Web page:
2. Insert concentration and rate. Rearrange and calculate value of K:
Rate = K[NO]^2 so...
1.76 x 10^-3 = K x (2.00 x 10^-3)^2 ---> K = 1.76 x 10^-3/ 2.00 x 10^-3 = 440
Find units of K = moldm-3s-1/ (moldm-3)^2 = s-1/moldm-3 = dm^3mol^-1s^-1
so the answer is K= 440 dm^3mol^-1s^-1
The equilibrium constant
Lots of changes are reversible.
As reactants get used up, the forward reaction slows down- and as more product formed, the reverse reaction speeds up.
After a bit, the forward reaction will go as the same rate as the backward reaction.The amounts of reactants and products wont be changing anymore, so it'll seem like nothings happening- called dynamic equilibrium.
Dynamic equilibrium can only happen in a closed system at a closed temperature.
Kc is the equilibrium constant
If you know the molar concentration of each substance at equilibrium, you can work out Kc, but it will only be true for that particular temperature.
General reaction aA + bB <--> dD + eE (lower case letters are the no.of moles)
Kc = [D]^d x [E] ^e / [A] ^a x [B]^b
Remember - the little numbers here aren't the rate order, they are the number of moles.
Position of Equilibrium
If conditions change, the position of equilibrium will move:
Changes can be concentration, pressure or temperature. Altering the position will mean you'll end up with different amount of reactants and products at equilibrium.
If the position of equilibrium moves to the left, you'll get more reactants:
H2 (g) + I2 (g) <--> 2HI (g)
If the position of equilibrium moves to the right, you'll get more products:
H2 (g) + I2 (g) <--> 2HI (g)
Le Chatelier's Principle:
If there's a change in concentration, pressure or temperature the equilibrium will move to counteract the change.
Pretty much, raise the temp and the equilibrium will shift to try to cool it, if you raise pressure or concentration, the equilibrium will shift to reduce it.
What alters Kc:
Increasing temperature adds heat. Equilibrium shifts in endothermic direction to absorb the heat.
Decreasing temperature removes heat. Equilibrium moves in exothermic direction to replace heat.
If forward is exothermic then backwards is endothermic and vice versa. If the change means more product is formed (shift to the right) then Kc will rise. If the change means less is formed (shift to the left) then Kc will decrease.
The value of the equilibrium constant, Kc, is fixed at any given temperature. So if the concentration of one thing in the equilibrium mixture changes, then the concentrations of the others must change to keep Kc the same.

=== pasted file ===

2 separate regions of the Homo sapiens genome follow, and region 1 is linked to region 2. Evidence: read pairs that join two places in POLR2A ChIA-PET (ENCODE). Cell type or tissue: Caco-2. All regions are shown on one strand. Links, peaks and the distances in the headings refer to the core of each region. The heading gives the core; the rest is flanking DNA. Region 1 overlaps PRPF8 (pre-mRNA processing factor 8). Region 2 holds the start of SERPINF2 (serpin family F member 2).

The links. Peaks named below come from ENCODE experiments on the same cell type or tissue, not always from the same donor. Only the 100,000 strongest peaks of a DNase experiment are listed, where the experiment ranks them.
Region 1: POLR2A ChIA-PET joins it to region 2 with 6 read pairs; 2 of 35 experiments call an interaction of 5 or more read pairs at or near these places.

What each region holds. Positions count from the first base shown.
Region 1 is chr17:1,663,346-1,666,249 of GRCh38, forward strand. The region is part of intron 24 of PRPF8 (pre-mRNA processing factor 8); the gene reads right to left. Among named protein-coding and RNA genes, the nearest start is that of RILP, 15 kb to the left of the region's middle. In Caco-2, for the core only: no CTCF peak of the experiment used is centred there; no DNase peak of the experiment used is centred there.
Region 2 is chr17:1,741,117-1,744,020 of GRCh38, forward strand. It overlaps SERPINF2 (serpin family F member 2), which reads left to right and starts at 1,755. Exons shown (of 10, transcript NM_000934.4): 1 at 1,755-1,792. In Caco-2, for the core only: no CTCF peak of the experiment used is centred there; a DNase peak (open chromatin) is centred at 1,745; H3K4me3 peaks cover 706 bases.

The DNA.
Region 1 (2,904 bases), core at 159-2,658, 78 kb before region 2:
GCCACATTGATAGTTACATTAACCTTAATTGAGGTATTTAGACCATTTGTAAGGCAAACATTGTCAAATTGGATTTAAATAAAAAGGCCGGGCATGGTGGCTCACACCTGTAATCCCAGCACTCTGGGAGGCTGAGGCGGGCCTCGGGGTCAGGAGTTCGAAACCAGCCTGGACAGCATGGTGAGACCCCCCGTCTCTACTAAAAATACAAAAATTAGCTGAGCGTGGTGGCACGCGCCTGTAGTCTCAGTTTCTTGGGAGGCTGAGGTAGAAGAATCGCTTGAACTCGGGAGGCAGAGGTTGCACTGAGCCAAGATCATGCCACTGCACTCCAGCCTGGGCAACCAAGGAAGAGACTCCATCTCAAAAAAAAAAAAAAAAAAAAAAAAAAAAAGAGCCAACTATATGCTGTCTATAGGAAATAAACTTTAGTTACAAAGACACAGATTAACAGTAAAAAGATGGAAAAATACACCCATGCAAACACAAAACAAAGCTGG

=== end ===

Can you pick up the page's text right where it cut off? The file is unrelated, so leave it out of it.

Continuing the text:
Have no effect on equilibrium position or value of Kc. Can't increase yield but do mean equilibrium is reached faster.
Acids and Bases
Bronsted-Lowry acids= Proton donors, release H+ ions when mixed with water. (but H+ always combined with H2O to form hydroxonium ions, H3O+):
HA (aq) + H2O (l) --> H3O+ (aq) + A-(aq) HA is just any acid
Bronsted-Lowry Bases= Proton acceptors. When in solution, they grab H+ ions from water molecules:
B (aq) + H2O (l) --> BH+(aq) + OH- (aq) B is just any base
Strong acids fully dissociate in water - nearly all H+ions are released. Hydrochloric acid is a strong acid: HCl (g) + water --> H+ (aq) + Cl- (aq)
Strong bases e.g. sodium hydroxide ionise almost completely in water: NaOH (s) + water --> Na+ (aq) OH- (aq) . They are reversible, but equilibrium lies to extremely far to the right.
Weak acids e.g. ethanoic/ citric dissociate slightly, and the equilibrium lies well to the left: CH3COOH (aq) <--> CH3COO-(aq) + H+ (aq)
Weak bases e.g. ammonia only slightly dissociate, again equilibrium well left: NH3 (aq) + H2O(l) <--> NH4+(aq) + OH- (aq)
Acids can only get rid of their protons if there is a base to accept them:
HA (aq) + B (aq) <--> BH+ (aq) + A- (aq)
It's an equilibrium, so if you add more HA or B, position will move to the right. But if you add BH+ or A-, the equilibrium will move left.
When an acid is added to water, water acts as a base and accepts the proton (equilibrium is far too right for strong acids, and too left for weak acids):
HA (aq) H2O (l) <--> H3O+ (aq) + A- (aq)
Water dissociates into hydroxonium ions and hydroxide ions:
H2O (l) + H2O (l) <--> H3O+(aq) + OH- (aq) or simply:
H20 (l) <--> H+(aq) + OH- (aq)
So the equilibrium constant for water is:
Kc = [H+] x [OH-] / [H2O]
Water only dissociates a tiny amount, so equilibrium lies well left.
So much water compared to H+ and OH- the concentration of water is considered to have a constant value.
If you multiply Kc for water ( constant) by [H2O] (another constant) you get a constant.
New constant is called the ionic product of water - Kw
Kw = Kc x [H2O] = [H+] [OH-] .... Kw = [H+] x [OH] units are always mol^2dm^-6
Kw always has the same value for an aqueus solution at a given temperature.
In pure water, there's one H+ for one OH- so [H+] = [OH-] so if dealing with pure water, you can say that Kw = [H+] ^2.
Conc. of H+ ions in solution varies enormously, so we use a logarithmic scale:
pH= -log10 [H+] where [H+] is measures in moldm^-3